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Haven't you heard?? This was a 'flawless' launch!!! :eek: :rolleyes:

Maybe the LOTR and Hobbit trilogies getting 4K HDR/DV/ATMOS treatment for a December 1st release will 'inspire' Warnermedia to get off the dime and try and tie some form of HBO Max 4K HDR support of select titles around the same timeframe. That is about as much hope as I can muster at the moment for them actually caring about it at all. :mad:
Everything AT&T does is flawless.

Sent from my Pixel 4 XL using Tapatalk
 

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Anyone know when the Snyder cut of Justice League will be released on HBO Max? I plan on signing up just for that and then canceling shortly after.
 

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Unless I missed it, that article seems to ignore the fact that HBO is on ROKU and FIRE devices, collecting money, already. It's HBO MAX that is missing, not HBO, and while there might be an uptick in subscribers if Max were available, the article's math assumes there are zero subscribers right now for the regular HBO service on those devices.
 

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Unless I missed it, that article seems to ignore the fact that HBO is on ROKU and FIRE devices, collecting money, already. It's HBO MAX that is missing, not HBO, and while there might be an uptick in subscribers if Max were available, the article's math assumes there are zero subscribers right now for the regular HBO service on those devices.
It depends on how you subscribe. I have HBO Max through my AT&T Wireless UNLIMITED data plan. There is no 'official' way to install the HBO or HBO Max app on a Roku or Fire TV device and access any content. I can side load HBO Max on my Fire TV device and get HBO and HBO Max content. I can install the HBO app on a Roku device or Fire TV device, but with a subscription through my AT&T Wireless plan there is no way to sign in and access any content.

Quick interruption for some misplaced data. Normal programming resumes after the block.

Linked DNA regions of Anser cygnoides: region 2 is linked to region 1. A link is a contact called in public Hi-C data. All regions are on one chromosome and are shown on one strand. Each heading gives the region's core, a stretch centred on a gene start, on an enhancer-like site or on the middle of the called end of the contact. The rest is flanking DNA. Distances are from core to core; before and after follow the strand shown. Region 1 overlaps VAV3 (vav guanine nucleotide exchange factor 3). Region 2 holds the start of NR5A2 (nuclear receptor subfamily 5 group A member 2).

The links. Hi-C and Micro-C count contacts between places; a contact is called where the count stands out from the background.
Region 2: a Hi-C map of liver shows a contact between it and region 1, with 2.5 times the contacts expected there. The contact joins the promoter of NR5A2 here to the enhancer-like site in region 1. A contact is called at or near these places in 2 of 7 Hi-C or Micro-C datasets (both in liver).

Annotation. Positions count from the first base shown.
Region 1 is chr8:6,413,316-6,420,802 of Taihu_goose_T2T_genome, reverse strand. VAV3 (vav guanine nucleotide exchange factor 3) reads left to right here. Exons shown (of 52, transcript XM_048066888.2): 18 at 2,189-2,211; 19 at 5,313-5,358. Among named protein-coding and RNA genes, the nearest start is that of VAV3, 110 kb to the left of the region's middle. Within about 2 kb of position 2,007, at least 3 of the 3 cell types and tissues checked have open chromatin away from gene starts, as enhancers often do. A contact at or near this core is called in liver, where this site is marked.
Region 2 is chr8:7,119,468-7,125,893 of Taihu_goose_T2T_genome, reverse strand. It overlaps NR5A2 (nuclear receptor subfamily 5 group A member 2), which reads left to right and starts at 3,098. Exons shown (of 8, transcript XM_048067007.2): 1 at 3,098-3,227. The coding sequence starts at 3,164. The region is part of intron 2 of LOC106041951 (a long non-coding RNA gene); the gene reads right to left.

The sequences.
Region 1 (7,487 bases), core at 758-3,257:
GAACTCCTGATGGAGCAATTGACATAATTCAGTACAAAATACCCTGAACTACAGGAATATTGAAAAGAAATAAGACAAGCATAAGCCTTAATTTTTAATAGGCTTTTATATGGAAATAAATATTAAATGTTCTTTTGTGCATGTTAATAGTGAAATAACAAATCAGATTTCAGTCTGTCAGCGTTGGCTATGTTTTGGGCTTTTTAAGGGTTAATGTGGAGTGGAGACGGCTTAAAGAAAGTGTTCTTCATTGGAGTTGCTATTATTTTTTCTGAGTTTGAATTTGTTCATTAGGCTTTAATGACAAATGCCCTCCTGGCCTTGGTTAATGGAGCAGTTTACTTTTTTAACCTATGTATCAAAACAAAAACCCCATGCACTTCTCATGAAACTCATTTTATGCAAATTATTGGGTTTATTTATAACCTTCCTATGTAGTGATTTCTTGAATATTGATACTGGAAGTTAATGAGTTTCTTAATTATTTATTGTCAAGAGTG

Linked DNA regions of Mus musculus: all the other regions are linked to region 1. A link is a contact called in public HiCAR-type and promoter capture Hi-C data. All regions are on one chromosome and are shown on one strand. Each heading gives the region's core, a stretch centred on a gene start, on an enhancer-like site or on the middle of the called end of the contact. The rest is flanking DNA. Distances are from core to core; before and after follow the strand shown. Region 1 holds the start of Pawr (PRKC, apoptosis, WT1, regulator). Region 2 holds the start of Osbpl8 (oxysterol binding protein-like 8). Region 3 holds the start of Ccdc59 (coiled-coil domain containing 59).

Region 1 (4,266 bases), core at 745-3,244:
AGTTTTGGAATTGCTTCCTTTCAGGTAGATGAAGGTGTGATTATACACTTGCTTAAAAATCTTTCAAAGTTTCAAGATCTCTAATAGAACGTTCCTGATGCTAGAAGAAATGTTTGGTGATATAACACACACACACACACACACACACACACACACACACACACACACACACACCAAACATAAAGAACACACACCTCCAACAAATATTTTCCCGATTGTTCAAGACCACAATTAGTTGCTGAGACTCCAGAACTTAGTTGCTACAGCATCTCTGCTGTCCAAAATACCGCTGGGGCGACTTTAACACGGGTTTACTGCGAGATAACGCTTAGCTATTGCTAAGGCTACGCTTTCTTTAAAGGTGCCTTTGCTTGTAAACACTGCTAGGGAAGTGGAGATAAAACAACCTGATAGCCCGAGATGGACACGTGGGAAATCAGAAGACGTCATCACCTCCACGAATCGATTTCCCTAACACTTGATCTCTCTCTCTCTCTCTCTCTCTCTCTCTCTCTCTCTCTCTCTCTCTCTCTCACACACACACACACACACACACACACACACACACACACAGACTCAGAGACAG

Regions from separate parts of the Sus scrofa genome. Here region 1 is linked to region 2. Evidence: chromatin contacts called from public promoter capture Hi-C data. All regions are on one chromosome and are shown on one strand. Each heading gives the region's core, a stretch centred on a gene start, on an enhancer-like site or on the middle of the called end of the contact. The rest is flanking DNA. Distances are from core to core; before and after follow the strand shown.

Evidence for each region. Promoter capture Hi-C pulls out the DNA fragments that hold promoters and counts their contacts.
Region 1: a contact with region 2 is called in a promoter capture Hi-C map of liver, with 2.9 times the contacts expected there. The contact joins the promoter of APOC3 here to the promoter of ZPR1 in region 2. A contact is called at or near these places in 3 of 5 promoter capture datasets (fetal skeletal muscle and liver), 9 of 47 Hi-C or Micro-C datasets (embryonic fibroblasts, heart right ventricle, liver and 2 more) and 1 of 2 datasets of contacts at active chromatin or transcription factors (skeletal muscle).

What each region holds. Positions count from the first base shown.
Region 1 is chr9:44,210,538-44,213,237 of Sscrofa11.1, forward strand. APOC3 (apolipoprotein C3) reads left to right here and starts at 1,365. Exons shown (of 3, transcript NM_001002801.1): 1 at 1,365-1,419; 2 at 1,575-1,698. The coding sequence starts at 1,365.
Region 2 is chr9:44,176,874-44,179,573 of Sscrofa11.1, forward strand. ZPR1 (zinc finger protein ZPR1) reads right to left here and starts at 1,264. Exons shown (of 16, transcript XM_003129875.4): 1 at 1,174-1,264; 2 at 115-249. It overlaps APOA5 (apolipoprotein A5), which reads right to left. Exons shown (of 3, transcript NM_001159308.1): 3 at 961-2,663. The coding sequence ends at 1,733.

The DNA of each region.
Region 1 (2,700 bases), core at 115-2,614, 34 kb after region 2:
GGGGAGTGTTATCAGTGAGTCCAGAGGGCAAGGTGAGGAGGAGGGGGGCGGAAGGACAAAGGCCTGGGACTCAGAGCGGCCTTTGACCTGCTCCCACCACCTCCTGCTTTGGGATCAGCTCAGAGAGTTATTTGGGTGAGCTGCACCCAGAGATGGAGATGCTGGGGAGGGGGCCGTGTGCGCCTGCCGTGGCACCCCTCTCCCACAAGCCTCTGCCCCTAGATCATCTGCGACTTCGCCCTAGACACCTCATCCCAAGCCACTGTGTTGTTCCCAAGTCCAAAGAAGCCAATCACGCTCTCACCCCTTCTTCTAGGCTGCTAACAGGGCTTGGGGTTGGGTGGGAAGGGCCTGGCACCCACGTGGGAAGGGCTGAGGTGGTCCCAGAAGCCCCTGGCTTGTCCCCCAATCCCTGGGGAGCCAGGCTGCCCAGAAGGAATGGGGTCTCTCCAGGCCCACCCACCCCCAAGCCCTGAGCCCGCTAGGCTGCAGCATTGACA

And people with HBO through cable subscriptions were using the HBO GO app to gain access on Roku and Fire TV devices. That option was removed at the end of August by AT&T.

I think the main point of the article is still valid. If they want to grow HBO Max beyond their existing cable subscription add-on experience they can't afford to play this game for much longer. People seek out Roku and Fire TV devices for simple easy access to content. They are not going to hack or jump through multiple hoops to figure it out. Look how few people that were granted a 'free upgrade' to HBO Max have actually activated it. They either don't care or they were interested and then went to their Roku or Fire TV device only to discover that you can't use either for easy install and access.
 

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Unless I missed it, that article seems to ignore the fact that HBO is on ROKU and FIRE devices, collecting money, already. It's HBO MAX that is missing, not HBO, and while there might be an uptick in subscribers if Max were available, the article's math assumes there are zero subscribers right now for the regular HBO service on those devices.